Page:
Announcing Oregon Manifest; an event to celebrate handmade bikes, Portland-style

Posted by on May 22nd, 2008 at 9:23 am

“The most original, spirited, and spectacle-laden boutique bike show in the nation.”

That’s the vision of an ad-hoc coalition of Portland framebuilders, bike lovers, and creative professionals that have come together to create Oregon Manifest — a new event coming to Portland this fall that just might re-define the traditional bike show.

Why “Manifest”? The organizers liked the idea of a Portland (and Oregon) manifesto about bike building and culture; a “manifest” is a term sometimes used to describe a list of checkpoints in an alley-cat race; “mani” is Latin for hand; and “fest” for festival.

The show is slated for October 10-12 and will take place in the newly renovated Multi-Craft Plastics building (now known as the Leftbank Project) between Broadway and Weidler Streets near the Rose Garden.

“This is no mere bike show. It’s a celebration of everything Portland loves about handmade bikes, their builders, and the culture surrounding them.”
from an announcement of the Oregon Manifest event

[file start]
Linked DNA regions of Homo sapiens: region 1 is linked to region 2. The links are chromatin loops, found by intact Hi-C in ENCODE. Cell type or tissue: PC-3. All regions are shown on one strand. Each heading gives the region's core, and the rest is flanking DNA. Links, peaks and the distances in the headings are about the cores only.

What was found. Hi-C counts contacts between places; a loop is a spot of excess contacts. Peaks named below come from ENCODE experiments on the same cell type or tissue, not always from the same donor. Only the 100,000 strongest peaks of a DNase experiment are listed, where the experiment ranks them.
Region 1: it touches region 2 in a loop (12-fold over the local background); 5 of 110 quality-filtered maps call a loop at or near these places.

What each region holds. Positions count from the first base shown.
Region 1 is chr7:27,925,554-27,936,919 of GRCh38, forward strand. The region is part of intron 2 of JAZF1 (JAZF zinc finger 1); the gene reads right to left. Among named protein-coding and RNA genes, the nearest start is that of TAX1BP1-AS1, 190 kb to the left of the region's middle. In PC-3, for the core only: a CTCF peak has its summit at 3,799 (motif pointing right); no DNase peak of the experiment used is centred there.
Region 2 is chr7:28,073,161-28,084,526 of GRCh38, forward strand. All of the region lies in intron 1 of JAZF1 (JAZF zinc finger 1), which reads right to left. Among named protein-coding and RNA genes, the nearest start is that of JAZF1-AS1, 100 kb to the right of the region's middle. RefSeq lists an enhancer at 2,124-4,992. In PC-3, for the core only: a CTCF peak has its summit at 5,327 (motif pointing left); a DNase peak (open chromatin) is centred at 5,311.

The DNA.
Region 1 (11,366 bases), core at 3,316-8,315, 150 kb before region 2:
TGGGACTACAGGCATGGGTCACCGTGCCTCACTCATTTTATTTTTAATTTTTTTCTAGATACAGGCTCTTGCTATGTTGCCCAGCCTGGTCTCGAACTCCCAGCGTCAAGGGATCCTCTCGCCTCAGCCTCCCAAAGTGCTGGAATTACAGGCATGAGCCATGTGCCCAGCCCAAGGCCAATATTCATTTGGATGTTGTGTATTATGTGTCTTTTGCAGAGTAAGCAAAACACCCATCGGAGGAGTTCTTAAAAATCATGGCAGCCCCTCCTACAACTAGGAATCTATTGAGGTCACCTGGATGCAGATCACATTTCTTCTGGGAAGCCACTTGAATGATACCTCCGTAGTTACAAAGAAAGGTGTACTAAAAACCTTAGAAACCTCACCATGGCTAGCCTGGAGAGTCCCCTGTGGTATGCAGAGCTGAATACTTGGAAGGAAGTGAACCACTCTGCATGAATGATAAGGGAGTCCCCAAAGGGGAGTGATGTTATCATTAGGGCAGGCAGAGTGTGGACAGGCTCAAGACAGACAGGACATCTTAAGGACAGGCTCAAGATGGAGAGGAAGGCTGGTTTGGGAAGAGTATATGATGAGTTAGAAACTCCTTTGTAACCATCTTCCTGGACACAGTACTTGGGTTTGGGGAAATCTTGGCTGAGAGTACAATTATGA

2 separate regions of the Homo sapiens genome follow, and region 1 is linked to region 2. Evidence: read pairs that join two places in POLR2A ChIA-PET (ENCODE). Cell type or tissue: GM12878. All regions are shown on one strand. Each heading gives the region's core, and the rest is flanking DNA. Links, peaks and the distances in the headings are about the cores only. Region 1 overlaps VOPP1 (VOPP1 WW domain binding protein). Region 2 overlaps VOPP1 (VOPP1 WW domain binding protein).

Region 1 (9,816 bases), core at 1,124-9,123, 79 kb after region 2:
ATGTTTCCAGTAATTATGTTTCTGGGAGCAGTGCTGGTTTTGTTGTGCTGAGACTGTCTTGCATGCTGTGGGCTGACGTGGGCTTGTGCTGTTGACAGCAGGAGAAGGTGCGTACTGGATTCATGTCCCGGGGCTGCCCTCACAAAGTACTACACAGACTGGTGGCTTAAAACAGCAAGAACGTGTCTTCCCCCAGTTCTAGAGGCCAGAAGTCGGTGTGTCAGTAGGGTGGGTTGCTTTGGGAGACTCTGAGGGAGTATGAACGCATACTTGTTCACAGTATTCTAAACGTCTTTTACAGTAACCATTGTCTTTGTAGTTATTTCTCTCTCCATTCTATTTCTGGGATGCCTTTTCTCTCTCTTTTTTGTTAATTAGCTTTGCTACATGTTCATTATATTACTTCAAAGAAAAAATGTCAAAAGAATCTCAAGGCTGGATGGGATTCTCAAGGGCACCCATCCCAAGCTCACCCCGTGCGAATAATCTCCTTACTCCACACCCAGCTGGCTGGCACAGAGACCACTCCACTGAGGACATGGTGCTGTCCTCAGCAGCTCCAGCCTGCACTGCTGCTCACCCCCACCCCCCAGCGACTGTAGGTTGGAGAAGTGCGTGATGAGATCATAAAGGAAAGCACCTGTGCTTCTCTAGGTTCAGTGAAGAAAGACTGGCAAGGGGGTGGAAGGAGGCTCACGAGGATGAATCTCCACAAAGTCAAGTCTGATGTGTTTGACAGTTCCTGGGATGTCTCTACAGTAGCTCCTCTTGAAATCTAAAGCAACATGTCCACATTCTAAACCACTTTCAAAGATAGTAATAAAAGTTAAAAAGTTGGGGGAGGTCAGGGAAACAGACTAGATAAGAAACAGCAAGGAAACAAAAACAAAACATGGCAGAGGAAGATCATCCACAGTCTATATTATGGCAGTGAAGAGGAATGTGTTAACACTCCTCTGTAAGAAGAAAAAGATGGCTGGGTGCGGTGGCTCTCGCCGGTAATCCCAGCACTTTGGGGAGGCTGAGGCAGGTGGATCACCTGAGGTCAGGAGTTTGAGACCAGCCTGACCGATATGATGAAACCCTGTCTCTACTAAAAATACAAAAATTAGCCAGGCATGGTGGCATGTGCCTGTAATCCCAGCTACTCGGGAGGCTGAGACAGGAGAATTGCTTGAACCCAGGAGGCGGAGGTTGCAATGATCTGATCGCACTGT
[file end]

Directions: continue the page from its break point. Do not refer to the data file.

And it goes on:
At its heart, Oregon Manifest will be a bike show to display the craftsmanship of hand-built bikes — but organizers are quick to point out that the event won’t look or feel like anything done before. They say the show will go far beyond the traditional booth-and-table display and impersonal, convention-hall feel of existing bike shows.

The idea is to capture the tantalizing mix of Portland’s bike culture, and wrap it around the builders and the bikes they create.

At a planning meeting a few nights ago, Shannon Holt — a graphic designer who’s working on the creative direction of the event — said she hopes Oregon Manifest, “shifts the narrative of what a bike show can be.”

NAHBS_Teams of Portland opening-30.jpg

The Teams of Portland exhibit, which celebrated
the culture behind the bikes in a museum
setting, was one inspiration for the Oregon
Manifest event.
(Photo © J. Maus)

Many details are still being worked out, but so far organizers have revealed that the event will have a strong tie-in with a Cross Crusade event happening the same weekend (there are talks of a possible handmade bikes category) and it will have a strong focus on the colorful and distinctive culture that surrounds bikes in Portland.

Another idea being discussed is to display the bikes in their natural setting (think of a diorama in a natural history museum) — blurring the lines between builders, bikes, and show attendees.

The website (which was just launched last night) includes a list of things that are symbolic of the Portland bike scene: “midnight cruising, freak bikes, bakfietsen, Zoobombing, the Sprockettes, Stumptown coffee, Team Beer, serious fender bikes, track racing, Cycle Oregon,” and others. Following the list are the words, “This is our manifest. Join Us.”

Oregon Manifest will also be open to bike builders and bike industry vendors from across the nation — but all exhibitors will be steeped in the show’s spirit before showing up and will be encouraged to participate accordingly.